At Virginia Mason Franciscan Health, we offer expert emergency stroke care in all our hospitals’ Emergency Services departments. Our highly skilled stroke teams are specially trained to stop—or even reverse—the effects of stroke.
Very few hospitals in the Northwest are equipped to handle every type of stroke, in every situation, every second of the day. You can count on Virginia Mason Franciscan Health for comprehensive stroke care 24/7. This is vitally important because when it comes to stroke, every second counts.
While some of our stroke centers see among the highest volume of patients suffering from stroke symptoms in Washington state, we don’t take an assembly-line approach to care. Instead, we focus on each individual’s medical care, personal goals, rehabilitation and family situation. That’s why many people who had initial stroke care at another facility come to Virginia Mason Franciscan Health for their follow-up care.
Our health system offers the highest level of stroke care available. Each hospital has a dedicated stroke team ready 24 hours a day, seven days a week to be activated whenever a “code neuro” patient enters our doors. That level of preparedness—combined with our advanced diagnostics, treatments, technology and accredited rehabilitation facilities—has helped us earn national recognition for excellence in stroke care, which means you can rest assured you’re in the best hands.
St. Anthony Hospital, St. Anne Hospital, St. Clare Hospital, St. Francis Hospital, St. Joseph Medical Center, St. Michael Medical Center and Virginia Mason Medical Center have all received the Get With The Guidelines® – Stroke Gold Plus Quality Achievement Award from the American Heart Association/American Stroke Association.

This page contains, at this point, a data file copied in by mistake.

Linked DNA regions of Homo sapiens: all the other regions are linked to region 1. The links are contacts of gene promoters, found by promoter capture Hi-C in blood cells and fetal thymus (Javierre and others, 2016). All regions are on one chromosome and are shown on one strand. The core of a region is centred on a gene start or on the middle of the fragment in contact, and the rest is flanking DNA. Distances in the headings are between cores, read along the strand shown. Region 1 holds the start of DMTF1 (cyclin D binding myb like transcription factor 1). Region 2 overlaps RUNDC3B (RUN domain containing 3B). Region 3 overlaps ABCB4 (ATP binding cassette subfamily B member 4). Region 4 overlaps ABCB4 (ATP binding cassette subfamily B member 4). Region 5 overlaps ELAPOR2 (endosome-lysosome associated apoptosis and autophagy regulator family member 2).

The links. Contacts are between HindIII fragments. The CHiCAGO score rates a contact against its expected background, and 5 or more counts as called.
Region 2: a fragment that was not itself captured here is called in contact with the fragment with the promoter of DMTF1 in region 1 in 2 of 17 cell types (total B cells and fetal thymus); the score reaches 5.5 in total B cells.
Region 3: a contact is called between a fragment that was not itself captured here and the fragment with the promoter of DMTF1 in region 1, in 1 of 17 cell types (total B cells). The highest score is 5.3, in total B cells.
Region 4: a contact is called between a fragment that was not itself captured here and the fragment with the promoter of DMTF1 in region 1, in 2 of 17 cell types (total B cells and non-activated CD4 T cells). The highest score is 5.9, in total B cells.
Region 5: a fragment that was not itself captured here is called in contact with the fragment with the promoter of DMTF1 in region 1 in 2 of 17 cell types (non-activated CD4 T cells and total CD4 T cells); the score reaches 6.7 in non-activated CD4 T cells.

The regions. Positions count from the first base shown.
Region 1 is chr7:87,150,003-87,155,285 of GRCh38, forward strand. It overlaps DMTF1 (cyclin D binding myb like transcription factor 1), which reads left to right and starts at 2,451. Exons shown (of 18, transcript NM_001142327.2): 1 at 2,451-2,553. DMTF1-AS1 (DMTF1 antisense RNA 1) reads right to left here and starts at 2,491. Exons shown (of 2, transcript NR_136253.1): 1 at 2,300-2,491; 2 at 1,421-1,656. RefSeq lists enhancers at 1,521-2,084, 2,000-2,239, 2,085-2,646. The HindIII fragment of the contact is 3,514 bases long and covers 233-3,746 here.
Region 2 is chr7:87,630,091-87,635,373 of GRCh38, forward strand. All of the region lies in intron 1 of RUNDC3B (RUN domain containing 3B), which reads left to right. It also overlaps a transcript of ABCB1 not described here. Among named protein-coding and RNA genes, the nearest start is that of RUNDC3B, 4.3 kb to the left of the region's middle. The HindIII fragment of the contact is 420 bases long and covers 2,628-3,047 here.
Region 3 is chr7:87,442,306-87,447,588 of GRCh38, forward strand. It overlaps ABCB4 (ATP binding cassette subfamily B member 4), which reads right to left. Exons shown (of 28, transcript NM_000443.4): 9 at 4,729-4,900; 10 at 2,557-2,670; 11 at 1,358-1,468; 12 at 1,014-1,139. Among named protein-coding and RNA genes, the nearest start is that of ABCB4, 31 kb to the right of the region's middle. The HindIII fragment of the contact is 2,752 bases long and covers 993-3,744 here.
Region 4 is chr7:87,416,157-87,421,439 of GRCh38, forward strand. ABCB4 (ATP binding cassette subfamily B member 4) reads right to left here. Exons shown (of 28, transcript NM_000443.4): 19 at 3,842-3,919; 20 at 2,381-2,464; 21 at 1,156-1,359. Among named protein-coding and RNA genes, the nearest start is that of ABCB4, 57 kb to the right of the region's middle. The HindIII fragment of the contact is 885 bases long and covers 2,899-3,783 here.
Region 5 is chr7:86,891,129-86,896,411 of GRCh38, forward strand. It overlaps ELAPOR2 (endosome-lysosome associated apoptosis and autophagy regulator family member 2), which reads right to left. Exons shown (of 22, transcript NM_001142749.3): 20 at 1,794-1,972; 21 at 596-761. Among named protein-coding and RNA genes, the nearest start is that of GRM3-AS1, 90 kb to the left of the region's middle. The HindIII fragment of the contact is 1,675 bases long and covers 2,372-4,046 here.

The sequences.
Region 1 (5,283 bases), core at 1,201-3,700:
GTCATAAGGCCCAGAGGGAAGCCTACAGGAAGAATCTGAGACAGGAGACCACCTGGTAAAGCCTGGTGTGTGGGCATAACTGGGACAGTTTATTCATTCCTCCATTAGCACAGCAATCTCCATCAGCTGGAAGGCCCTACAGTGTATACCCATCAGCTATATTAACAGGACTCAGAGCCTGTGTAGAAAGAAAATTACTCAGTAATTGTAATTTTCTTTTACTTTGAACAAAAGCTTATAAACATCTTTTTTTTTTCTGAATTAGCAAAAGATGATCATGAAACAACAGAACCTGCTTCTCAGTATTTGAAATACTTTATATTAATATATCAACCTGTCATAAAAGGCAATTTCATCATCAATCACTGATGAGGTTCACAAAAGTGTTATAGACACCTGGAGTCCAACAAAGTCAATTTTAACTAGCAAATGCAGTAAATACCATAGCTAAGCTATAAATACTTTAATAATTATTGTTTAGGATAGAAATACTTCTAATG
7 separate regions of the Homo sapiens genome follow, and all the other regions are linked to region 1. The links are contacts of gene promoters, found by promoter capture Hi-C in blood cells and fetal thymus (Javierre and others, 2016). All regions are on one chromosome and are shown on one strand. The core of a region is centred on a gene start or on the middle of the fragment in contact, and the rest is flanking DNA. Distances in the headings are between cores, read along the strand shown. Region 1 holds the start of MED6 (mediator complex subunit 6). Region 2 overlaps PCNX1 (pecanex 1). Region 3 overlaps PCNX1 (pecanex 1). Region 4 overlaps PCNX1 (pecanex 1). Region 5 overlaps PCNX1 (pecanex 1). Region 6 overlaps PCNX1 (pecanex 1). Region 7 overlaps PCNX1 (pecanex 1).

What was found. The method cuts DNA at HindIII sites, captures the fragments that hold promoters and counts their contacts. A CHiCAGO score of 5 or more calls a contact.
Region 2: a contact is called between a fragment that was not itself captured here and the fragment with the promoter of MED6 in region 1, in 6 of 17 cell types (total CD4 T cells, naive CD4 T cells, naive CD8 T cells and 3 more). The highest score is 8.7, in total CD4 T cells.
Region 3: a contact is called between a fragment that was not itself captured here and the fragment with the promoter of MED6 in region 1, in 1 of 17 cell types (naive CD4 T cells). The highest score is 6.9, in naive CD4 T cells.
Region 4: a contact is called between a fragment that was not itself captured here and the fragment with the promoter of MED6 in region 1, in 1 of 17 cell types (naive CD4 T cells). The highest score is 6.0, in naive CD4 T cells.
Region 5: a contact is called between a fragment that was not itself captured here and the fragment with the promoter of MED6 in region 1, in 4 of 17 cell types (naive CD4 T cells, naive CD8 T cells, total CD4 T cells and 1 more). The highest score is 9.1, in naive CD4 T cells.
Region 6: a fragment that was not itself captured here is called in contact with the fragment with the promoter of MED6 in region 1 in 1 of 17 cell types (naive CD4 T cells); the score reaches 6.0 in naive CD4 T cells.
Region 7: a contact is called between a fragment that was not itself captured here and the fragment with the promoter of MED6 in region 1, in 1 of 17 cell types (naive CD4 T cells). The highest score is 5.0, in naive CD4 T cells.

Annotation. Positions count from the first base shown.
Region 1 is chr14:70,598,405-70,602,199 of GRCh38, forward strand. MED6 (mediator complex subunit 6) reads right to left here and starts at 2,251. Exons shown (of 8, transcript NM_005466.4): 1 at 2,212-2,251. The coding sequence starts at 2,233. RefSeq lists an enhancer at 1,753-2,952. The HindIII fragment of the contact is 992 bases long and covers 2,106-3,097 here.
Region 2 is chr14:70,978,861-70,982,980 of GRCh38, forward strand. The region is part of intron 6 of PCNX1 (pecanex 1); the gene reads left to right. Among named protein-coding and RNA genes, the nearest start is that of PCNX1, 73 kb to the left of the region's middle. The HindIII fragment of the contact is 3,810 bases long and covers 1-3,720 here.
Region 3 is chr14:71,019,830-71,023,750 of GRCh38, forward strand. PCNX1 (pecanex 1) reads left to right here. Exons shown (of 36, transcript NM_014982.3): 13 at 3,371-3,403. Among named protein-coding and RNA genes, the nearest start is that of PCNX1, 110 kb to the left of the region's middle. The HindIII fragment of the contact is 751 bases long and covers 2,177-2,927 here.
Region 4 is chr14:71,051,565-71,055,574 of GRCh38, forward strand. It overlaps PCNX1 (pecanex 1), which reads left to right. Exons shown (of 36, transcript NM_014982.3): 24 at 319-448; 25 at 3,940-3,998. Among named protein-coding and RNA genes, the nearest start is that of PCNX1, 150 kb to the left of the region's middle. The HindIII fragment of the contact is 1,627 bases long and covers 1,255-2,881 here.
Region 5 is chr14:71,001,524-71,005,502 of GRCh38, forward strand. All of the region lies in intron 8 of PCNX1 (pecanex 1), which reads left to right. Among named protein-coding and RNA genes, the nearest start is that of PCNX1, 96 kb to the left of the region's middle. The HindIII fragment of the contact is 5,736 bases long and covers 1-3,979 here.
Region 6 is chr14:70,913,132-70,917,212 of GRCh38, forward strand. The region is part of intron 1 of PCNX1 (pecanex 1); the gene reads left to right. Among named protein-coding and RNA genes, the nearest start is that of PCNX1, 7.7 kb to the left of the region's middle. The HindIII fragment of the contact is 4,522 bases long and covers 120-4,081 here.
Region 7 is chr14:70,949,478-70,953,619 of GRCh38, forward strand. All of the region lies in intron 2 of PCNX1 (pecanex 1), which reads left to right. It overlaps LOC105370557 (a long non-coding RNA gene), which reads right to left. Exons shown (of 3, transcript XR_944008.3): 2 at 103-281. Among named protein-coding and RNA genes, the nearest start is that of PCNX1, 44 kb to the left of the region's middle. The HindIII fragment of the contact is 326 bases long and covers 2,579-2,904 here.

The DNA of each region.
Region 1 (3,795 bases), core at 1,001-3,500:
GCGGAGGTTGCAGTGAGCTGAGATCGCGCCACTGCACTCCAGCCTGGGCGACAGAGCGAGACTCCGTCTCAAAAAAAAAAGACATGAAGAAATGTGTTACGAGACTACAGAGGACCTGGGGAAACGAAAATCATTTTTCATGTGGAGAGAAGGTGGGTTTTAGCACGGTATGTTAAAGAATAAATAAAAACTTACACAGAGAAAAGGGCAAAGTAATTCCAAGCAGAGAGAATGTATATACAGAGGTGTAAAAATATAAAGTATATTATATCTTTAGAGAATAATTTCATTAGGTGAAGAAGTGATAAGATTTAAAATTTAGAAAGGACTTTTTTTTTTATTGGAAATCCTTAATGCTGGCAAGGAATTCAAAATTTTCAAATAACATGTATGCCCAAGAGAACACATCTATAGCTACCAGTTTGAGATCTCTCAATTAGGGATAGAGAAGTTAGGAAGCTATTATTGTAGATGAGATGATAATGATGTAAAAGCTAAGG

Stroke Gold Plus = 24 consecutive months of meeting 85% compliance on seven quality measures; Plus = in addition to the seven quality measures, hospital meets at least 75% compliance for 24 consecutive months on at least five of eight additional quality measures.
Additionally, St. Joseph Medical Center and Virginia Mason Medical Center are certified as Comprehensive Stroke Centers. Certification involves a rigorous assessment process that examines how well an organization meets strict standards and clinical best practices.
Stroke care begins the minute you call 911. When they arrive, your medic team will immediately begin monitoring the patient and notify our hospital “code neuro” team to begin preparations. Emergency providers, registered nurses and other “code neuro” team members are ready 24 hours a day, seven days a week to provide lifesaving measures for people who are having a stroke. These teams follow national quality standards to consistently meet or beat a 45-minute goal from arrival to providing the clot-busting drugs to patients suffering from acute ischemic stroke. By achieving these high standards, we’re able to improve outcomes for our patients.